Abbreviated title
A proposal for giving badges to the beggars in all the parishes of Dublin
JSA Identification Number
Teerink/Scouten Number
ESTC Number
Copy and its Location
ECCO Bodleian , Radcl. e.236
Publisher and Printer
Volume VI. of the author’s works. Containing The publick spirit of the whigs; and other pieces of political writings, &c., Vol. vi., pp 159-171.
Dublin, Faulkner, George, 1738.


This is Faulkner’s reprinting in the Works of a text he first printed as an individual pamphlet in 1737. Swift dated it ‘April 22, 1737’. Unusually, Faulkner has made a mistake in the dropped head, calling it ‘A Proposals for Giving Badges &c’. The text is printed in his usual way in this period, with capitals to begin nouns and for the first words of paragraphs, but italics are used quite sparingly. On p. 165, ‘honourable State’ and ‘Happiness’ stand out strongly for being in italics.

George Faulkner (?1703-1775) was Swift’s most important publisher and editor. In his early years Swift tended to publish his major works through the London trade, but with the Drapier’s Letters (1724) Dublin publication became more important. Faulkner, who had worked for William Bowyer in London and was a polished printer, brought out the first collected edition of the Drapier’s Letters, as Fraud Detected, in 1725, and by 1732 was planning a subscription edition of Swift’s Works. The four volumes came out in 1735, and established Faulkner as Swift’s printer. Swift, at least to some extent, and his friends had collaborated in the edition. Faulkner continued to print Swift and to enlarge his edition, which by 1771 consisted of twenty volumes.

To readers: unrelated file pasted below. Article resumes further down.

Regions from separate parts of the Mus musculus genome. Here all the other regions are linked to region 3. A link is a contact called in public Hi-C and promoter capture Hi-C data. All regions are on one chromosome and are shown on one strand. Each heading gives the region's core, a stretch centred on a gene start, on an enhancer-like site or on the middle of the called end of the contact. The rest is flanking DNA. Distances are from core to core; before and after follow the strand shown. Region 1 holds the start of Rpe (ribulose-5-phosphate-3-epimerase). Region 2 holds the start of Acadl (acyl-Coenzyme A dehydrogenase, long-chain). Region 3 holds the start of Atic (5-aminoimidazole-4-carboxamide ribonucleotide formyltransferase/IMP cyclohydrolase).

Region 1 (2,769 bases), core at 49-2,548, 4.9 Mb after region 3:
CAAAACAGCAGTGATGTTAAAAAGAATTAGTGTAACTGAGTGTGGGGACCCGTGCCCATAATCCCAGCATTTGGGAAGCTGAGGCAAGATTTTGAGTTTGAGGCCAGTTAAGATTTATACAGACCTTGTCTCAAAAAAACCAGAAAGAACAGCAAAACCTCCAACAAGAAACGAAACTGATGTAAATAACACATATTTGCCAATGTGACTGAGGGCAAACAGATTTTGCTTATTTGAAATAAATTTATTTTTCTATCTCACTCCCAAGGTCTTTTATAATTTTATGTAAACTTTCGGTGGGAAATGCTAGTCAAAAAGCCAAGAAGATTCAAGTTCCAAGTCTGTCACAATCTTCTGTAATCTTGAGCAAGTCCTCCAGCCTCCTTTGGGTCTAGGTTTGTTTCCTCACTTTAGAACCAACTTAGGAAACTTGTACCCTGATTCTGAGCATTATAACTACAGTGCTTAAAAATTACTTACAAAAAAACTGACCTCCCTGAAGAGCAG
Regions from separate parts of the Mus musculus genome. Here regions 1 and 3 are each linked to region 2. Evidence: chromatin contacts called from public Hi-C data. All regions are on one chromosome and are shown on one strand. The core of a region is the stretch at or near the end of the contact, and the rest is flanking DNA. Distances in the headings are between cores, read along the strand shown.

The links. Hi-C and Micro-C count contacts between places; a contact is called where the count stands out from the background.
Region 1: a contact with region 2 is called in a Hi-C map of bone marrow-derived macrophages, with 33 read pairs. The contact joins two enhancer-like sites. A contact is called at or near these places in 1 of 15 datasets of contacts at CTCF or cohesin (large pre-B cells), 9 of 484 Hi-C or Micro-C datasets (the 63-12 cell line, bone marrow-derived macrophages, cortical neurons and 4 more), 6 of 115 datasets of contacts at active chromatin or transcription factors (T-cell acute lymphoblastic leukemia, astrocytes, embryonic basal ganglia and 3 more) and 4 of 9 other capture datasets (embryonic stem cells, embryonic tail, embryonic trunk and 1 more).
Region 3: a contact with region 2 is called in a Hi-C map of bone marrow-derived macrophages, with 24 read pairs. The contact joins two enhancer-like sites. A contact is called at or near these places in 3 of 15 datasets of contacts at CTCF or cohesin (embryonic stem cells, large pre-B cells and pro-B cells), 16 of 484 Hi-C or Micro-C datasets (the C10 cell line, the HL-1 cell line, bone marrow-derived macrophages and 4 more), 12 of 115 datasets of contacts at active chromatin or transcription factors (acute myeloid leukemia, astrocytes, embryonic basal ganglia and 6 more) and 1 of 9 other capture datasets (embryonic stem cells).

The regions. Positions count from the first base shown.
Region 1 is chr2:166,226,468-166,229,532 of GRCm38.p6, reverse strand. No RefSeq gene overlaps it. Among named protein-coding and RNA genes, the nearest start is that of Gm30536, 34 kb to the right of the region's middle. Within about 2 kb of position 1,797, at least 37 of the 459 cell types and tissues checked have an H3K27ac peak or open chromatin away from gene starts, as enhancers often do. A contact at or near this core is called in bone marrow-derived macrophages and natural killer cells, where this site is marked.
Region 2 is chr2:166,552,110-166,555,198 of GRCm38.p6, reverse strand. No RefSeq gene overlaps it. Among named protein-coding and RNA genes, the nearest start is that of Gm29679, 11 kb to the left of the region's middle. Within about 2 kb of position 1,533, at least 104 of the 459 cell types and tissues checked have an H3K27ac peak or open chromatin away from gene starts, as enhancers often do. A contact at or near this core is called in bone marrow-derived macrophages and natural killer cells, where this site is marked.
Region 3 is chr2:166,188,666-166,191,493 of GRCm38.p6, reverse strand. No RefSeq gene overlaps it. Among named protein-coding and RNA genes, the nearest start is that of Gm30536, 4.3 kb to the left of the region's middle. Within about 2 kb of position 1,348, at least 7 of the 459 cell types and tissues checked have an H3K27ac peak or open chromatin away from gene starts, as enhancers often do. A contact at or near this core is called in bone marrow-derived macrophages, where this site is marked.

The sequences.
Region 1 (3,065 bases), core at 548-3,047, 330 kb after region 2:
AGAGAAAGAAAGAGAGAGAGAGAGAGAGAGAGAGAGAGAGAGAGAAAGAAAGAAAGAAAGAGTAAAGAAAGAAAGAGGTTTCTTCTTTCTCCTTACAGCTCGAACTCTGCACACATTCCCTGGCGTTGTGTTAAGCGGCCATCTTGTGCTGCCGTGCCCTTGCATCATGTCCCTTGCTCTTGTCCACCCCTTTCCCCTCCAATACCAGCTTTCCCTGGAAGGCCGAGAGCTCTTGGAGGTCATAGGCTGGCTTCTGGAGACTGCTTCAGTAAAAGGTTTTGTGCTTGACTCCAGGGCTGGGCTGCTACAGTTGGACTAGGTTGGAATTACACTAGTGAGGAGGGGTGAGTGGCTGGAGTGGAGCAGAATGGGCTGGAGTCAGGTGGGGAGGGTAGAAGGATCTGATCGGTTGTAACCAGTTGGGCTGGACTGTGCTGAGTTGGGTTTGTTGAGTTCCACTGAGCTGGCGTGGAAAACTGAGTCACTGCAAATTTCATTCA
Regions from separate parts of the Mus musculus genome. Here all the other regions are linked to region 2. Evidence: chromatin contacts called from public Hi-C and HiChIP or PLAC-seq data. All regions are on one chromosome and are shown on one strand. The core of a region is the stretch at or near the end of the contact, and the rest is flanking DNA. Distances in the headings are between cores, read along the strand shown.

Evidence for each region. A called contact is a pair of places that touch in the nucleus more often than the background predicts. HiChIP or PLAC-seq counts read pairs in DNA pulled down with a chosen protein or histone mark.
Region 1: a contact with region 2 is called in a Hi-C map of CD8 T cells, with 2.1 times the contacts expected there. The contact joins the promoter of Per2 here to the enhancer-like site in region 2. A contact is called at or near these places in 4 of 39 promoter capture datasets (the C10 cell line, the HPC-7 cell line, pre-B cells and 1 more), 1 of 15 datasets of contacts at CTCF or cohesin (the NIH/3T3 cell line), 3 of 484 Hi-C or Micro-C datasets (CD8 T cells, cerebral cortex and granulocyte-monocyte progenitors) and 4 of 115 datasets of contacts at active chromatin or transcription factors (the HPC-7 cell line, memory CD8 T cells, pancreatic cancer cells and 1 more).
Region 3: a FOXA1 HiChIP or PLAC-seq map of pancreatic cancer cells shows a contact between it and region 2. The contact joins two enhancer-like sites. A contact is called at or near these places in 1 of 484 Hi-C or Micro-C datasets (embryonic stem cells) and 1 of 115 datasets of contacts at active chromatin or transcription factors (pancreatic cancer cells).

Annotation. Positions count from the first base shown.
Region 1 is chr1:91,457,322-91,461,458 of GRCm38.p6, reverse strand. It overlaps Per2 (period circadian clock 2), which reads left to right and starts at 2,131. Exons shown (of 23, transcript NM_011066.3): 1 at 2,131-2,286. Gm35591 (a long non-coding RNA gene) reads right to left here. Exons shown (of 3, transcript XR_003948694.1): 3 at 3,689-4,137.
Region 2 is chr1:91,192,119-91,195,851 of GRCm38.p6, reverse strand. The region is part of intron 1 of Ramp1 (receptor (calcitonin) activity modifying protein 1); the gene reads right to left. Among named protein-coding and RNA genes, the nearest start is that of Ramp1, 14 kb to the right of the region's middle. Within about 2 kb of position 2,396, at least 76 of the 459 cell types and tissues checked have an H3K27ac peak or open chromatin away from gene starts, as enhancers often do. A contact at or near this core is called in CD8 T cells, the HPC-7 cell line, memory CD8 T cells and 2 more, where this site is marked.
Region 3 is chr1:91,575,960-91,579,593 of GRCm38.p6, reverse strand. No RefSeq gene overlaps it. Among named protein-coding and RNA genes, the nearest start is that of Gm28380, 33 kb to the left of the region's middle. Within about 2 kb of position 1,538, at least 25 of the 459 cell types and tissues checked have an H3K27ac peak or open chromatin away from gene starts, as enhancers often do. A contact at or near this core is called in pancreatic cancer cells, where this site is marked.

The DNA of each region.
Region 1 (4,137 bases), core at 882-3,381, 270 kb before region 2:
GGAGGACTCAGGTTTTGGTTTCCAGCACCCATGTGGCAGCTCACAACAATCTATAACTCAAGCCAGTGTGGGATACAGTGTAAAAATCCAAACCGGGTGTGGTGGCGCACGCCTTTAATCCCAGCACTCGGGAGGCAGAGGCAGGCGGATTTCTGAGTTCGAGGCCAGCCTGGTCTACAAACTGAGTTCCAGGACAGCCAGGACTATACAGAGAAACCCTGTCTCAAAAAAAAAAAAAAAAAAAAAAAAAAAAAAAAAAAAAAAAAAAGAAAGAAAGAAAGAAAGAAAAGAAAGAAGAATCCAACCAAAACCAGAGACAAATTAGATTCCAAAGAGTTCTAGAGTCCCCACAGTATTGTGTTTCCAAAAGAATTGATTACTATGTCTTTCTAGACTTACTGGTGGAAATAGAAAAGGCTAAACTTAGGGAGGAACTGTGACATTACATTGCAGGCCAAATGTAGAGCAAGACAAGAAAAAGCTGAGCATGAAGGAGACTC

Faulkner did his best both to date Swift’s works and to elucidate them with footnotes. His pioneering work is of first importance both for Swift’s text and for explanatory notes. For further discussion of Faulkner, see the long note in the Gulliver’s Travels volume in the Cambridge Edition of the Works of Jonathan Swift, and Mary Pollard’s entry on him in her Dictionary.

References: The Prose Writings of Jonathan Swift, ed. Herbert Davis and others, 16 vols. (Oxford: Basil Blackwell, 1939-74), vol. xiii, pp. 129-40, 223; Irvin Ehrenpreis, Swift: The Man, His Works, and the Age, 3 vols. (London: Methuen, 1962-83), vol. iii, pp. 813-16, 779-90; Mary Pollard, A Dictionary of Members of the Dublin Book Trade 1550-1800 (London: The Bibliographical Society, 2000); Mary Pollard, ‘George Faulkner’, Swift Studies, 7 (1992), 79-96.